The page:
But after that tour through the world of dyes and its cut-throat competition, I am afraid to say that I still haven’t properly answered my wife’s question: “why are jeans blue?” Why are they not red or green or black or yellow? Well I think we have established why they are blue today: because of indigo’s quirk of fading in interesting patterns. But why did the Amoskeag Mills in New Hampshire, which initially supplied Levi Strauss with his denim, use indigo dye? Despite my best efforts, I have not been able to find a satisfactory answer. I suspect it was because by the 1860s, when the mill started supplying Mr. Strauss with his denim, this particular fabric had “always” been dyed with indigo or woad or some other blue dye. “Always” seems to mean at least since the 16th Century. One article I came across says that it was at this time that blue in the UK became the poor’s colour of choice for their clothing. Judging by the paintings of the Master of the Blue Jeans, it was the colour of choice for the poor in Europe more generally.

master of the blue jeans

Why? I don’t know. I have to assume that cost was a factor, but it could also have been simply a fashion trend.

So I’m afraid that I have failed to answer my wife’s question at the deepest level. But I shall keep an eye out, and maybe one day I will come across the answer and be able to update this post. Any leads will be welcome. In the meantime, I invite my readers to enjoy some blue.

Blue Spectrum

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Woad plant: http://woad.weebly.com/uploads/1/5/7/6/1576/1436768_orig.jpg (in http://woad.weebly.com/grow.html)

Mel Gibson: http://media-cdn.timesfreepress.com/img/news/tease/2012/11/02/braveheart-3_t1070_h10b97cb70851af7b29a07a4e9321ac5de746798e.jpg (in http://www.timesfreepress.com/news/sports/columns/story/2012/nov/02/5-10-friday-mailbag-dooley-dynasties-defenses-and-/91886/)

Medieval tapestry: http://www.needlenthread.com/wp-content/uploads/2011/09/wool-tapestry-01.jpg (in http://www.needlenthread.com/2011/09/pins-and-woad-dyeing-of-textiles.html)

Hôtel particulier, Toulouse: https://upload.wikimedia.org/wikipedia/commons/4/43/H%C3%B4tel_d’Ass%C3%A9zat,_toulouse_%28panorama%29.jpg

Erfurt University: http://www.suehnekreuz.de/PHP/ewiki/sk_wiki.php?binary=internal%3A%2F%2F84cd21ee849566f965b0eeaaf15626e8.jpeg (in http://www.suehnekreuz.de/PHP/ewiki/sk_wiki.php?id=Erfurt)

Indigofera tinctoria: http://s3.amazonaws.com/sagebudphotos/INTI/Indigofera_tinctoria2_600.jpg (in http://sagebud.com/true-indigo-indigofera-tinctoria/)

Packet of natural indigo dye: https://en.m.wikipedia.org/wiki/Indigo_dye

Indigo processing Carolinas: https://www.unf.edu/floridahistoryonline/Plantations/images/IndigoProcessingSCMap-lg.jpg (in https://www.unf.edu/floridahistoryonline/Plantations/plantations/Indigo_Cultivation_and_Processing.htm)

Indigo processing Bengal: http://www.columbia.edu/itc/mealac/pritchett/00glossarydata/terms/indigo/iln1869.jpg (in http://eastindiacompany1600-1857.blogspot.com/2015_01_01_archive.html)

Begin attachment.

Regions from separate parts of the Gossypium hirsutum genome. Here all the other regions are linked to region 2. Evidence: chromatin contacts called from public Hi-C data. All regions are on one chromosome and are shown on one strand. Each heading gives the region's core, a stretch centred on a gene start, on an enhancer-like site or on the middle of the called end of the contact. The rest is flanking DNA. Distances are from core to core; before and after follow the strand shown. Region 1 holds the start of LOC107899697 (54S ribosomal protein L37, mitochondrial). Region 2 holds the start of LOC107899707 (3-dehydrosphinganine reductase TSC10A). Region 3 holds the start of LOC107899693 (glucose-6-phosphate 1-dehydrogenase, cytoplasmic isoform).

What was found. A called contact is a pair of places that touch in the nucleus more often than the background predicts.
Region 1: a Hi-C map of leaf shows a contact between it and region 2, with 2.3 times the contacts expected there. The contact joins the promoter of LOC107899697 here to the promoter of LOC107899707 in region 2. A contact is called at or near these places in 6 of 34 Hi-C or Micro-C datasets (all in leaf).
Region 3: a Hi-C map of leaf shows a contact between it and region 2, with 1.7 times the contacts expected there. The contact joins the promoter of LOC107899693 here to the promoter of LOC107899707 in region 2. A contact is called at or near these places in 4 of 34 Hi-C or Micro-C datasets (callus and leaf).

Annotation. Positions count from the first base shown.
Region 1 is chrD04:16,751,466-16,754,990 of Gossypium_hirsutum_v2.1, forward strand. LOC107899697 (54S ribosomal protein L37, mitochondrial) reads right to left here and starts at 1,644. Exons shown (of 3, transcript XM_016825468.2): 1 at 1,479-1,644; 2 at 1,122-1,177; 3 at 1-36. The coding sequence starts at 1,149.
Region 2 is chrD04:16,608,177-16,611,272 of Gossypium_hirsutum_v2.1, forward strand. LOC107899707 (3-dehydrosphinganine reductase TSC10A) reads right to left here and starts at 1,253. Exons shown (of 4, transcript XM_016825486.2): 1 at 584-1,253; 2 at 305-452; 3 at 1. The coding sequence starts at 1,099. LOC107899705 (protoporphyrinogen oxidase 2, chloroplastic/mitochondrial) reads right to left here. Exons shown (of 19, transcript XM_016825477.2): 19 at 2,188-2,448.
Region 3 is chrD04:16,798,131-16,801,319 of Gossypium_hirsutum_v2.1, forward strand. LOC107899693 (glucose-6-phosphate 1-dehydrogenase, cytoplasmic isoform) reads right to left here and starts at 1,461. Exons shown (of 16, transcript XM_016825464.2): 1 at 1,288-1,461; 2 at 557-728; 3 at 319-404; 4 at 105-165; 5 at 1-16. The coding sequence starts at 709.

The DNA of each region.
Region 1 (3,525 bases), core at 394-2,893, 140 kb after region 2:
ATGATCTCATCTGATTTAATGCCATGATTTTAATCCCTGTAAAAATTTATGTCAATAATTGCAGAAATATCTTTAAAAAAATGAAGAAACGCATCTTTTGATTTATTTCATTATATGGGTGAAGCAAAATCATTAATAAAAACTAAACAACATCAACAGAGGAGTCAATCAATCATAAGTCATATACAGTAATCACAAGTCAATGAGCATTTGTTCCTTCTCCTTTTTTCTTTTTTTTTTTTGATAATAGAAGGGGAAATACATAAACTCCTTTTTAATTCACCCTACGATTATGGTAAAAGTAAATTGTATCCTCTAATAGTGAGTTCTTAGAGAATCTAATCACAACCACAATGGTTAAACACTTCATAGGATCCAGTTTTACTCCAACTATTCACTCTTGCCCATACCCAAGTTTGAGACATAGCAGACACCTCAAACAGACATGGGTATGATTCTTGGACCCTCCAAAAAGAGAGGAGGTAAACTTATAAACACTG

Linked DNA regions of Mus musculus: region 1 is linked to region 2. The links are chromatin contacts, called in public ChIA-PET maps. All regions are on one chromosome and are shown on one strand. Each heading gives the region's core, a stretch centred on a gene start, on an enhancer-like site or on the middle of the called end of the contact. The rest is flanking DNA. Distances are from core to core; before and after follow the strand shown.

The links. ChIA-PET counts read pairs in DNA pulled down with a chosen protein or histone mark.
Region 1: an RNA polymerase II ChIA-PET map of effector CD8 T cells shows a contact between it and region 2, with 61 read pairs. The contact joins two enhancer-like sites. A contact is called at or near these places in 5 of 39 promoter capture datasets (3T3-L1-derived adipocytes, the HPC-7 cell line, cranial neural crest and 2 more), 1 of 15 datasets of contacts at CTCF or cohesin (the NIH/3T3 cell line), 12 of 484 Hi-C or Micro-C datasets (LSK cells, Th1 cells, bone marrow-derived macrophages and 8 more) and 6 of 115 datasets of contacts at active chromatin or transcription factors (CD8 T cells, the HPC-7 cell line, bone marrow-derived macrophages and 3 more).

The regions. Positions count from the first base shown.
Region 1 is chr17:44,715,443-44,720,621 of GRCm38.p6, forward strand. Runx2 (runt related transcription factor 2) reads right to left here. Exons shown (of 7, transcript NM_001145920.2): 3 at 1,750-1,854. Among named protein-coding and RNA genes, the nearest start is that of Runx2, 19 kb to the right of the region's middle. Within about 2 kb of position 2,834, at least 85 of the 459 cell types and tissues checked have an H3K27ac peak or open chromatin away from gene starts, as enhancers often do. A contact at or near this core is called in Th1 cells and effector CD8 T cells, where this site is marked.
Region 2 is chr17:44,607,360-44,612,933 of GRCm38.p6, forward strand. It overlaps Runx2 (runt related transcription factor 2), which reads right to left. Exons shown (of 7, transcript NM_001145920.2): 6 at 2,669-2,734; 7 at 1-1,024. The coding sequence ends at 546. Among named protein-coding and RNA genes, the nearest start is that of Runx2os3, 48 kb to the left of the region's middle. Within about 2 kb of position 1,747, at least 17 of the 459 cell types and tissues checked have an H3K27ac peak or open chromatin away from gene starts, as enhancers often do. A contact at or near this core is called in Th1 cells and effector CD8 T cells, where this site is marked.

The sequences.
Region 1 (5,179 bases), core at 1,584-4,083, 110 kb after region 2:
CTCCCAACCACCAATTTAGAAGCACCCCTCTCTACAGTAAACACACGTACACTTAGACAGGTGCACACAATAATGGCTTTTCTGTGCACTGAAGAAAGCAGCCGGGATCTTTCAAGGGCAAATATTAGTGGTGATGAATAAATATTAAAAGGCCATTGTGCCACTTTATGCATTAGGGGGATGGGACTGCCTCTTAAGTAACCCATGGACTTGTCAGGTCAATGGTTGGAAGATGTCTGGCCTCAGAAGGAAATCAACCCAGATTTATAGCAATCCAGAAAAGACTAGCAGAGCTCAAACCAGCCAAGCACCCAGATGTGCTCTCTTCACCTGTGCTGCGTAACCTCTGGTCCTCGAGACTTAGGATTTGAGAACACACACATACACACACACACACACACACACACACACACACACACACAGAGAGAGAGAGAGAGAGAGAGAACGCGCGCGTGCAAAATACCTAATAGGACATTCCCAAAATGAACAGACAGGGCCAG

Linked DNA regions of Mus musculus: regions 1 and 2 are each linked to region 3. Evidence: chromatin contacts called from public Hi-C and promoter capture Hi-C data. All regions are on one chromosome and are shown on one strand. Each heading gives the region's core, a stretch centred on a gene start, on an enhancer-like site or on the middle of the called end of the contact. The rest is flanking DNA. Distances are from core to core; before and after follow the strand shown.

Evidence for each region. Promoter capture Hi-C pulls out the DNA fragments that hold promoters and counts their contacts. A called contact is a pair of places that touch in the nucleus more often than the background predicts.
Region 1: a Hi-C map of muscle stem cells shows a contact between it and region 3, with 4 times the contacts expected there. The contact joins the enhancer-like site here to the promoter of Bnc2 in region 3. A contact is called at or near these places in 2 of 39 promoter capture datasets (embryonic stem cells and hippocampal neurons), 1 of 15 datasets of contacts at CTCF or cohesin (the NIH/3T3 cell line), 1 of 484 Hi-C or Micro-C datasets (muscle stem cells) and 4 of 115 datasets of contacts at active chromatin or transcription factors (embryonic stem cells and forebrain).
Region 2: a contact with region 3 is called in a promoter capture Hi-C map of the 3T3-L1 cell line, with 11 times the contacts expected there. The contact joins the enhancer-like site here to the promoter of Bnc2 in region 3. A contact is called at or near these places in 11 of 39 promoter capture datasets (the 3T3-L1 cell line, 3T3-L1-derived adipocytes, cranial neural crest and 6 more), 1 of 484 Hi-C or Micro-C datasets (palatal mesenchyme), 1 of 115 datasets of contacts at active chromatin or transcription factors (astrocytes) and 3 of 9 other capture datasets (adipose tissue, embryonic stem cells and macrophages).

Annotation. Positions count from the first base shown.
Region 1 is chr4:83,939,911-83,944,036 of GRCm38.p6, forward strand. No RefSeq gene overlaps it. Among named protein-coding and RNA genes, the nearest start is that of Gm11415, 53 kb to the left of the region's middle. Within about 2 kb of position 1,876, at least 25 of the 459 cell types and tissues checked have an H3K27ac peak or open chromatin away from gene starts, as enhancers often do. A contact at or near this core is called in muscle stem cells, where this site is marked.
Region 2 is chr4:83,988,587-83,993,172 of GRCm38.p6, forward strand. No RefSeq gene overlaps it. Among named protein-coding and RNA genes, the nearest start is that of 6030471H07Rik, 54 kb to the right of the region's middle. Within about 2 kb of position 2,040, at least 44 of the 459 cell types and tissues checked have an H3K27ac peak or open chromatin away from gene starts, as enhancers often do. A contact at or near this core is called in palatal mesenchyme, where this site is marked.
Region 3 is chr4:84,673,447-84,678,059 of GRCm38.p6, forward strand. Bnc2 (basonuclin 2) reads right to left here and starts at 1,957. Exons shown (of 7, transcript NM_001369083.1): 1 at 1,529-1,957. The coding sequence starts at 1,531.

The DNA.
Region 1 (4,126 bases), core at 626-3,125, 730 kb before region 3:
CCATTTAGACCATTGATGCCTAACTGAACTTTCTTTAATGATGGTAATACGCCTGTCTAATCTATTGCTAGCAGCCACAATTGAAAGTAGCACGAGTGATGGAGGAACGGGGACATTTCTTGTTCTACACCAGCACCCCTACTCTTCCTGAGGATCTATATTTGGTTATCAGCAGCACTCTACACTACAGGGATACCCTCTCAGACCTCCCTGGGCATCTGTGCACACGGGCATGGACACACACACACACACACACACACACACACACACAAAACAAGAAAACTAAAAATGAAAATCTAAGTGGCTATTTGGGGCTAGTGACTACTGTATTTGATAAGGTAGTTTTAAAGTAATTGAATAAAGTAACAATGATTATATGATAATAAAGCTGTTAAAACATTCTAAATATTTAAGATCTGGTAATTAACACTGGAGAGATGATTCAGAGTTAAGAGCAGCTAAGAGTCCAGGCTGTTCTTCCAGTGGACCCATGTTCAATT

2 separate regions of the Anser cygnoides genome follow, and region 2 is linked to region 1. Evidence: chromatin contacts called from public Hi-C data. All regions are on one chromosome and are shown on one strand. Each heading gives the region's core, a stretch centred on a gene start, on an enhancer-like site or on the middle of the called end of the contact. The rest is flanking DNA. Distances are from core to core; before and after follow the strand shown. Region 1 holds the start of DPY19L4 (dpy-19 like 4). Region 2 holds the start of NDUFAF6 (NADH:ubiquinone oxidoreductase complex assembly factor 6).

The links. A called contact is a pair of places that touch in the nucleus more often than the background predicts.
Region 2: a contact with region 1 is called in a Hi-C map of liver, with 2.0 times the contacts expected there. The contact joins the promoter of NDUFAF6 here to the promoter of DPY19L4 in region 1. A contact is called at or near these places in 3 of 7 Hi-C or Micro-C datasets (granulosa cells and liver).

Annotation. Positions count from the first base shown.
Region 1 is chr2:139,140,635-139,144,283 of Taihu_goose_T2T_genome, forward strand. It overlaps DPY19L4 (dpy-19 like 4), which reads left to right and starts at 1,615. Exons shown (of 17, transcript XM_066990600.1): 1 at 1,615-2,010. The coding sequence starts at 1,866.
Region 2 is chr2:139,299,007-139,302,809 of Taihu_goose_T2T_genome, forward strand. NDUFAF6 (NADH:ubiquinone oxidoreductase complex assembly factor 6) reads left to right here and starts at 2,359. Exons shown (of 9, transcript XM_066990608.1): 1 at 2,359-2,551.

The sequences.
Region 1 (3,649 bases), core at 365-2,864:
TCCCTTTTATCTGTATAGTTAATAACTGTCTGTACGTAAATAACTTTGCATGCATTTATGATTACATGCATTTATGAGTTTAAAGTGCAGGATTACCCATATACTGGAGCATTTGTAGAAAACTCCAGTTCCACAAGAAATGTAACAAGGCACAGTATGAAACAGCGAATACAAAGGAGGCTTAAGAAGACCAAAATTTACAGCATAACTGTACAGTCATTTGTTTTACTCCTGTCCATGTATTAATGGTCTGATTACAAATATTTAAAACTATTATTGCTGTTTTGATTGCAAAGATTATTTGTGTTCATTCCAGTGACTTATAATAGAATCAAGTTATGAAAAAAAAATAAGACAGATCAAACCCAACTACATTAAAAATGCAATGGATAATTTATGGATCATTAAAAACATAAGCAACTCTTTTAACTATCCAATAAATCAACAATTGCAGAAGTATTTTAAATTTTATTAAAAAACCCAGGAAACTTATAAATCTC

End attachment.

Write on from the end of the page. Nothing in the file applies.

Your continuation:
Town gas manufacturing: https://upload.wikimedia.org/wikipedia/commons/a/a0/Drawing_the_retorts_at_the_Great_Gas_Establishment_Brick_Lane.png (in https://en.wikipedia.org/wiki/History_of_manufactured_gas)

Coal tar: http://www.permastripe.com/wp-content/uploads/2015/05/coal-tar-16.jpg (in http://www.permastripe.com/coal-tar-parking-lot-sealer-is-it-toxic/)

Mauveine: https://lilyabsinthe.files.wordpress.com/2015/05/6233293ca7d59e6c175f596742cba93b.jpg (in http://lilyabsinthe.com/2015/05/14/mauveine/)

Old BASF plant: https://upload.wikimedia.org/wikipedia/commons/7/7c/BASF_Werk_Ludwigshafen_1866.JPG (in https://en.wikipedia.org/wiki/BASF)

Master of the Blue Jeans painting: http://images.artnet.com/images_us/magazine/reviews/karlins/karlins1-26-11-2.jpg (in http://www.artnet.com/magazineus/reviews/karlins/master-of-blue-jeans1-25-11.asp)

Blue spectrum: http://pl.wallpapersma.com/wp-content/uploads/2013/05/Blue-Spectrum-728×455.jpg (in http://pl.wallpapersma.com/wallpaper/blue-spectrum.html)

SPADES, CLUBS, HEARTS, DIAMONDS

Bangkok, 8 January 2016

In a previous post, I sketched out a rough agenda for my retirement. I think my wife was pleased with it. But she does have certain anxieties about this upcoming event. She has recently been reading about some Japanese syndrome called Retired Husbands Syndrome which attacks Japanese housewives. Suddenly, this guy whom you’ve hardly seen in the last 40 years – being a good Salaryman, he’s been leaving the house at 6 am and not getting home till midnight – is now constantly hanging around, getting in your way, messing up your routines, and expecting you to do things for him. Not unnaturally, the stress levels rocket up. While we’ve maintained a more balanced lifestyle, she does have fears of me moping around the house, lounging around on the sofa, eating natchos and watching TV all day. This dystopian view of hers is not helped by a number of films we’ve seen recently, describing exactly this situation. Nor is it helped by my fondness (my wife thinks more obsession) for playing Spider Solitaire on my iPad. She’s afraid that come retirement all I’ll do all day is compulsively play Spider Solitaire, with a little Freecell on the side.

It is true that I tend to play the game whenever I have a spare moment. I do admit that it can get a little out of hand. But I’m sure it’s good for my aging brain to carefully plot my strategy for getting the cards out. And those little electronic cards, with their glossy black spades and clubs and glowing red diamonds and hearts, and kingly Kings and queenly Queens and knavish Jacks, are really very pretty.